- a new national unfair contract terms law, which is currently being considered by the Australian Parliament;
- a new national product safety legislative and regulatory framework;
- a new national consumer guarantees law, which will replace the provisions in 15 existing national, state and territory laws about implied warranties and conditions in consumer contracts for goods and services; and
- reforms drawing on best practice in state and territory laws.
MCCA agreed that the new national product safety law will:
- include a reporting requirement for suppliers to notify the appropriate product safety regulator when it becomes aware of consumer goods it has supplied that have been associated with a serious injury or death;
- apply the national product safety requirements to services related to the supply, installation or maintenance of consumer products;
- apply a threshold for product bans and product recalls to include goods which, through reasonably foreseeable use, will or may cause injury to any person; and
- allow product safety regulators to undertake a product recall where no supplier can be found to conduct the recall.
There will be a single national law guaranteeing consumer rights in relation to their acquisition of goods and services. They will be based on existing implied conditions and warranties, which will be simplified and streamlined.
Other changes include:
- a single national law covering unsolicited sales practices, including door-to-door selling, telephone sales (to the extent not already covered by the Do Not Call Register Act 2006) and other forms of direct selling which do not take place in a retail context.
- fundamental rules for lay-by sales transactions.
- when a business promises to give a consumer a gift or a prize, they should be supplied to the consumer as described and within a reasonable time of the promise being made.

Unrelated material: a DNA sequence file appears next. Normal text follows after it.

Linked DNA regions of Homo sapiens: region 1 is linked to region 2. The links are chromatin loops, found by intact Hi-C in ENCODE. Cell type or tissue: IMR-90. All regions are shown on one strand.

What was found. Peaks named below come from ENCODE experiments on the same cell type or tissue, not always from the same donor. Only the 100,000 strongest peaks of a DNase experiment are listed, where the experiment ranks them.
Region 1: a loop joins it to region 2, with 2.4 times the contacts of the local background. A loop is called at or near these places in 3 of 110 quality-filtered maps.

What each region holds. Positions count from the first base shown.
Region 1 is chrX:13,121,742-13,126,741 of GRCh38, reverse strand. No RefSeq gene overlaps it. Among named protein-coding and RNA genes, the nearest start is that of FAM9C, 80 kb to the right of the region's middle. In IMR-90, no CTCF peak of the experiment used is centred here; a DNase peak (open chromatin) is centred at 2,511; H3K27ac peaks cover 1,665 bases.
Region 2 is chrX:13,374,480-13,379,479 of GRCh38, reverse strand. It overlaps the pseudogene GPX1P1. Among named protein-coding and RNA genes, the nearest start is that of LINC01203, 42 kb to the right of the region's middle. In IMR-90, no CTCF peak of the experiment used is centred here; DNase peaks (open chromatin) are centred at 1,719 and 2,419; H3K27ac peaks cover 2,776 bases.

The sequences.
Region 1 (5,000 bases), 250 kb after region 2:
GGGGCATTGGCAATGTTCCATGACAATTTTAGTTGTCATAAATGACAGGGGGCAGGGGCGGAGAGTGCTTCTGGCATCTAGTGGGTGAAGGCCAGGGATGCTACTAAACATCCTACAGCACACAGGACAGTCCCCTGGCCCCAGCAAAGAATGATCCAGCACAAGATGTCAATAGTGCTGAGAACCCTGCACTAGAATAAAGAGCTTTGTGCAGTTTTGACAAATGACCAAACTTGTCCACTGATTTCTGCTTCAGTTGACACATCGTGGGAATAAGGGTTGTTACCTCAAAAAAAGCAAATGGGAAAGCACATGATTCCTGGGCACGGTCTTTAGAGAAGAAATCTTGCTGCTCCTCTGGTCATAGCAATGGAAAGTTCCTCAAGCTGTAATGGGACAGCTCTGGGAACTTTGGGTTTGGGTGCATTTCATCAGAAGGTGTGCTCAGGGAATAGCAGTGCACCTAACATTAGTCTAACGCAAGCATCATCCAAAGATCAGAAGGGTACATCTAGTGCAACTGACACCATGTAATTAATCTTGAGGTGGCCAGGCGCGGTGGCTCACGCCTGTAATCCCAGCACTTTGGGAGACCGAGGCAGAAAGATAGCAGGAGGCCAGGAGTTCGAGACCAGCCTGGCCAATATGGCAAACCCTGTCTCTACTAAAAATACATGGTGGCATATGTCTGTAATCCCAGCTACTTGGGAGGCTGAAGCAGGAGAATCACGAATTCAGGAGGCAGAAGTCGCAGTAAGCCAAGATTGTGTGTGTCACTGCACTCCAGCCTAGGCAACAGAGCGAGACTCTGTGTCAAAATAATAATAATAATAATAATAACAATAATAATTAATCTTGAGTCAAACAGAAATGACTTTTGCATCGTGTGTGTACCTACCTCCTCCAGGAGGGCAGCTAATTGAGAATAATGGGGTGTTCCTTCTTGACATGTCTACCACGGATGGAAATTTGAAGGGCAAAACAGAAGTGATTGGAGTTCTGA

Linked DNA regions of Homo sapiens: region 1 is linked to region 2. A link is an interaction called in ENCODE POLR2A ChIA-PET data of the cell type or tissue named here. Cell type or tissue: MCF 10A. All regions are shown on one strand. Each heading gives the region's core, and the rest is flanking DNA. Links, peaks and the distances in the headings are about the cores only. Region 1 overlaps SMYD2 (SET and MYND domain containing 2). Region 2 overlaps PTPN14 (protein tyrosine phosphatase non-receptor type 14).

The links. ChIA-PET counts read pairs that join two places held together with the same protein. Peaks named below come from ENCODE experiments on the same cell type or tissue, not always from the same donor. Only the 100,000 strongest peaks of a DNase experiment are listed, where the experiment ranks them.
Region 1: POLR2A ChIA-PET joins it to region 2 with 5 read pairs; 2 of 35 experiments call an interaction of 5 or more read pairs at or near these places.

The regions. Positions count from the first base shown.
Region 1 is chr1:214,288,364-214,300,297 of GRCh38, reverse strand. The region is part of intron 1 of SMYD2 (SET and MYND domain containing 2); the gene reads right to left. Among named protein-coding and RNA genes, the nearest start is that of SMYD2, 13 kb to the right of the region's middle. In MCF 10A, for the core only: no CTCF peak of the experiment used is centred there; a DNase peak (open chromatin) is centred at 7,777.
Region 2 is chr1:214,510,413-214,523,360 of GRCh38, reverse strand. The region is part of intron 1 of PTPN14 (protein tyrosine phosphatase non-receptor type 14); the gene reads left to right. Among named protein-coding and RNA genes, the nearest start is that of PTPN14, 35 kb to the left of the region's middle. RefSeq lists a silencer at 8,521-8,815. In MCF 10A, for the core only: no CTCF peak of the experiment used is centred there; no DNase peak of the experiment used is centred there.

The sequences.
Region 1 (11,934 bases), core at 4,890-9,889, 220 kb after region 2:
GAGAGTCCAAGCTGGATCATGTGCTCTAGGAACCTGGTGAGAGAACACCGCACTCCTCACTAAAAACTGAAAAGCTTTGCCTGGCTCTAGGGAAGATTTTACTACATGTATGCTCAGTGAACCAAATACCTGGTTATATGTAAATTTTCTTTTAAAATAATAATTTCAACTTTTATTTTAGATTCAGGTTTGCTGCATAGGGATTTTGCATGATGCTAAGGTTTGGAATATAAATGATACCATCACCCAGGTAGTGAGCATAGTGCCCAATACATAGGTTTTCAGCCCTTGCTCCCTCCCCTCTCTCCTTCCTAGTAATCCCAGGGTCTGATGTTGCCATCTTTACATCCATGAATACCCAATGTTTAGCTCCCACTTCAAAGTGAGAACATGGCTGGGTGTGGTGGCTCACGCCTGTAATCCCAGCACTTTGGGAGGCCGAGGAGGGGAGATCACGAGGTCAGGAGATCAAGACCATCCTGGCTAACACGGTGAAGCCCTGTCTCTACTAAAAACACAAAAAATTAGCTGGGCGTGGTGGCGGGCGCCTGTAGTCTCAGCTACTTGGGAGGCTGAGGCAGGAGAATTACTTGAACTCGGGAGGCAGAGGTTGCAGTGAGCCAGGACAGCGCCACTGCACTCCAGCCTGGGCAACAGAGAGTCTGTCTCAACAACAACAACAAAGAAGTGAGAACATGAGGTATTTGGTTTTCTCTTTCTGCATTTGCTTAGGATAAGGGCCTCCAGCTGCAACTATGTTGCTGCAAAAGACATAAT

- goods with multiple prices displayed should be sold at the lowest displayed price unless the seller chooses to withdraw them from sale.
- false or misleading testimonials about goods and services are specifically prohibited.
- demanding payment for unsolicited advertisements is prohibited and, in this regard, any document seeking payment for unsolicited goods, services, advertisements or directory entries shall include a statement that it is not a bill payable by the consumer. The Australian Consumer Law will also clarify that a consumer is not liable for unsolicited services.
- Under the Australian Consumer Law, there will be a single national power for the making of information standards about goods or services.
- The Australian Consumer Law will entitle consumers to receive a receipt for goods or services supplied above a certain value where businesses are not already required to give a tax invoice to a consumer under the GST law. The requirements will be consistent with those already in place in the GST law.
- The Australian Consumer Law will also entitle consumers to request an itemised bill for services.
Reforming statutory warranties
Treasury has released the Commonwealth Consumer Affairs Advisory Council (CCAAC) report Consumer rights: Reforming statutory implied conditions and warranties.
It is part of the Australian Consumer Law review.
Unconscionable conduct regulation
Treasury has prepared an issues paper concerning various options for clarifying the scope of the unconscionable conduct provisions of the Trade Practices Act 1974 (TPA).
The issues paper is part of a process which will examine two options for clarifying the application of the TPA’s unconscionable conduct provisions:
- The first option is the introduction in the TPA of a list of examples of conduct that is universally agreed to be unconscionable.